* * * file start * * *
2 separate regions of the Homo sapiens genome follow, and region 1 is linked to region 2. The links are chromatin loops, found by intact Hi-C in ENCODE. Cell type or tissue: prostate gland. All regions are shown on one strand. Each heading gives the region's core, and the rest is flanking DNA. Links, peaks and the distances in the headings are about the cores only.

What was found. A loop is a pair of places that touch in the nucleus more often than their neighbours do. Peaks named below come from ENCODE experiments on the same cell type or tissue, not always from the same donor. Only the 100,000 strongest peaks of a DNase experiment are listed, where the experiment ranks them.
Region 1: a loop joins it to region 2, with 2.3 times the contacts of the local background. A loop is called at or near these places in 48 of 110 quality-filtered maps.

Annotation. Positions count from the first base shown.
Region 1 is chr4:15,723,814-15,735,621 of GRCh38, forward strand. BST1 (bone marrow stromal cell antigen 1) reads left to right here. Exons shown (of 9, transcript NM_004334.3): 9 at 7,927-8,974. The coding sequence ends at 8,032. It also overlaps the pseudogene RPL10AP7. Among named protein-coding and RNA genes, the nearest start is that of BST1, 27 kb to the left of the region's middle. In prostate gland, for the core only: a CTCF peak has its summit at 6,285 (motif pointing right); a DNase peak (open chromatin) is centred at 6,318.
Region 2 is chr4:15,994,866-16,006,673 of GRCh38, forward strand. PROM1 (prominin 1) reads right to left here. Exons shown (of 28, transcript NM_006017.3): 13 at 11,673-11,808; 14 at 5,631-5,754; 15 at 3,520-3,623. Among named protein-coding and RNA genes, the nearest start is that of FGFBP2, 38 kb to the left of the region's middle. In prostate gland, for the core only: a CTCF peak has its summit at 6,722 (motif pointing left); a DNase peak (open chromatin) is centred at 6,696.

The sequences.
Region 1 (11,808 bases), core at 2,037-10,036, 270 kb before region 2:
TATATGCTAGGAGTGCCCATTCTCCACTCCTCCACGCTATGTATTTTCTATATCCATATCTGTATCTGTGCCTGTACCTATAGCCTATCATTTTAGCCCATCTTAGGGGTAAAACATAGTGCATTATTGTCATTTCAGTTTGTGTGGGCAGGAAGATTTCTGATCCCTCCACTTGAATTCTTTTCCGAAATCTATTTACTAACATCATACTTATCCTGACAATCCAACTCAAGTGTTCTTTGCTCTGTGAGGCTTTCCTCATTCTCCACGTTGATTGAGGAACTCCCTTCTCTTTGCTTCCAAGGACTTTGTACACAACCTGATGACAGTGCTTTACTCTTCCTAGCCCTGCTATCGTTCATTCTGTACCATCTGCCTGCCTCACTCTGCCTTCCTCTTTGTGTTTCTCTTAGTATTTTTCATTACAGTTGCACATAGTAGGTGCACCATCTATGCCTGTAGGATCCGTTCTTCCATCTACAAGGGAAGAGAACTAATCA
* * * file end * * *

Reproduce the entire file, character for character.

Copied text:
2 separate regions of the Homo sapiens genome follow, and region 1 is linked to region 2. The links are chromatin loops, found by intact Hi-C in ENCODE. Cell type or tissue: prostate gland. All regions are shown on one strand. Each heading gives the region's core, and the rest is flanking DNA. Links, peaks and the distances in the headings are about the cores only.

What was found. A loop is a pair of places that touch in the nucleus more often than their neighbours do. Peaks named below come from ENCODE experiments on the same cell type or tissue, not always from the same donor. Only the 100,000 strongest peaks of a DNase experiment are listed, where the experiment ranks them.
Region 1: a loop joins it to region 2, with 2.3 times the contacts of the local background. A loop is called at or near these places in 48 of 110 quality-filtered maps.

Annotation. Positions count from the first base shown.
Region 1 is chr4:15,723,814-15,735,621 of GRCh38, forward strand. BST1 (bone marrow stromal cell antigen 1) reads left to right here. Exons shown (of 9, transcript NM_004334.3): 9 at 7,927-8,974. The coding sequence ends at 8,032. It also overlaps the pseudogene RPL10AP7. Among named protein-coding and RNA genes, the nearest start is that of BST1, 27 kb to the left of the region's middle. In prostate gland, for the core only: a CTCF peak has its summit at 6,285 (motif pointing right); a DNase peak (open chromatin) is centred at 6,318.
Region 2 is chr4:15,994,866-16,006,673 of GRCh38, forward strand. PROM1 (prominin 1) reads right to left here. Exons shown (of 28, transcript NM_006017.3): 13 at 11,673-11,808; 14 at 5,631-5,754; 15 at 3,520-3,623. Among named protein-coding and RNA genes, the nearest start is that of FGFBP2, 38 kb to the left of the region's middle. In prostate gland, for the core only: a CTCF peak has its summit at 6,722 (motif pointing left); a DNase peak (open chromatin) is centred at 6,696.

The sequences.
Region 1 (11,808 bases), core at 2,037-10,036, 270 kb before region 2:
TATATGCTAGGAGTGCCCATTCTCCACTCCTCCACGCTATGTATTTTCTATATCCATATCTGTATCTGTGCCTGTACCTATAGCCTATCATTTTAGCCCATCTTAGGGGTAAAACATAGTGCATTATTGTCATTTCAGTTTGTGTGGGCAGGAAGATTTCTGATCCCTCCACTTGAATTCTTTTCCGAAATCTATTTACTAACATCATACTTATCCTGACAATCCAACTCAAGTGTTCTTTGCTCTGTGAGGCTTTCCTCATTCTCCACGTTGATTGAGGAACTCCCTTCTCTTTGCTTCCAAGGACTTTGTACACAACCTGATGACAGTGCTTTACTCTTCCTAGCCCTGCTATCGTTCATTCTGTACCATCTGCCTGCCTCACTCTGCCTTCCTCTTTGTGTTTCTCTTAGTATTTTTCATTACAGTTGCACATAGTAGGTGCACCATCTATGCCTGTAGGATCCGTTCTTCCATCTACAAGGGAAGAGAACTAATCA